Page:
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New contractor after SPC is not ‘successor’ for re-engagement purposes (Dafiaghor-Olomu v (1) Community Integrated Care (2) Cornerstone Community Care)

New contractor after SPC is not ‘successor’ for re-engagement purposes (Dafiaghor-Olomu v (1) Community Integrated Care (2) Cornerstone Community Care)
Published on: 27 September 2017
Published by: LexisPSL
  • New contractor after SPC is not ‘successor’ for re-engagement purposes (Dafiaghor-Olomu v (1) Community Integrated Care (2) Cornerstone Community Care)
  • Original news
  • What is the impact of this case?
  • What is the relevant law?
  • What were the background facts?
  • What did the employment tribunal decide?
  • What did the Employment Appeal Tribunal decide?
  • Case details

Article summary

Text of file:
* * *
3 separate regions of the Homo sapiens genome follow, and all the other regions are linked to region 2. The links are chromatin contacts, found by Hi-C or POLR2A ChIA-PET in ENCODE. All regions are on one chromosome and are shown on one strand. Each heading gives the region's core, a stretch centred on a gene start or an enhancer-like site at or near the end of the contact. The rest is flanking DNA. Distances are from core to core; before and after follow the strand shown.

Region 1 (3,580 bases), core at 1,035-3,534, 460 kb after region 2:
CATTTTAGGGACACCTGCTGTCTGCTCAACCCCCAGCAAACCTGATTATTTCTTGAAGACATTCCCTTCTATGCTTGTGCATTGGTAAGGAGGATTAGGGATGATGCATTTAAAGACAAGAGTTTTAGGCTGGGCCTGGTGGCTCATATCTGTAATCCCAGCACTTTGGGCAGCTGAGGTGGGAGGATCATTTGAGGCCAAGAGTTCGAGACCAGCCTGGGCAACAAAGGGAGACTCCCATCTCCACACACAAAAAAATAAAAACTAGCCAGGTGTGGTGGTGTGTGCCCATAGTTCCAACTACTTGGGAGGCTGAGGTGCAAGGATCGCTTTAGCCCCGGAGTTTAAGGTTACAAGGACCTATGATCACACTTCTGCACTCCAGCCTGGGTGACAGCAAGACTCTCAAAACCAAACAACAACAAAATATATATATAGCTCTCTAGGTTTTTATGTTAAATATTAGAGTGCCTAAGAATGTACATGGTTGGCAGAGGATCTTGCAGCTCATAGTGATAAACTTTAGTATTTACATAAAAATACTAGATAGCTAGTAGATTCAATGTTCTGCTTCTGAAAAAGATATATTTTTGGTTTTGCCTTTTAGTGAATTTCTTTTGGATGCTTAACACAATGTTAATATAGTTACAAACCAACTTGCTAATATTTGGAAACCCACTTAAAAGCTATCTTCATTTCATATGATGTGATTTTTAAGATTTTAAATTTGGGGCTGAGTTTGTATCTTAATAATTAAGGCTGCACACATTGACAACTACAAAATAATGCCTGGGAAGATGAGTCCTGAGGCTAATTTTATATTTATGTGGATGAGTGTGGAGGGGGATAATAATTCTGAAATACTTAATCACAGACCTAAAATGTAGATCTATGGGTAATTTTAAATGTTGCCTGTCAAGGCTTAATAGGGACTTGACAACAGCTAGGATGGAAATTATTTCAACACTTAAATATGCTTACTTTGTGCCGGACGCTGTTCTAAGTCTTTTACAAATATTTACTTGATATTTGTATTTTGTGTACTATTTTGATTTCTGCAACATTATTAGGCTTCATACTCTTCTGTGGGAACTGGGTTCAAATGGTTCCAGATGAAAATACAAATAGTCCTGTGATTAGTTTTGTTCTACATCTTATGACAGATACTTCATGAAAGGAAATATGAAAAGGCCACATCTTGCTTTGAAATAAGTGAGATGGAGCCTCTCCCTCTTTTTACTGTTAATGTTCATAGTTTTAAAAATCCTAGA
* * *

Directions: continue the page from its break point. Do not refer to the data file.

Employment analysis: Under section 116 of the Employment Rights Act 1996 (ERA 1996), following a finding of unfair dismissal, an employment tribunal can order that an employee should be re-engaged by an employer or a successor employer. Section 235 of the ERA 1996 defines a ‘successor’ employer generally as a person who has become the owner of an undertaking, in consequence of a change occurring (whether by virtue of a sale or other disposition or by operation of law) in the ownership of the undertaking, for the purposes of which the employee was employed. The requirement that there be a ‘change in the ownership of the undertaking’ is not to be interpreted as being coextensive with a relevant transfer under TUPE 2006 or as including all situations where TUPE 2006 applies, including a service provision change. Therefore, where an employer has been found to have unfairly dismissed an employee but the relevant activities are now carried out by a new contractor following a service provision change, an employment tribunal is not required to consider making a re-engagement order against that new contractor, according to the EAT. or take a trial to read the full analysis.

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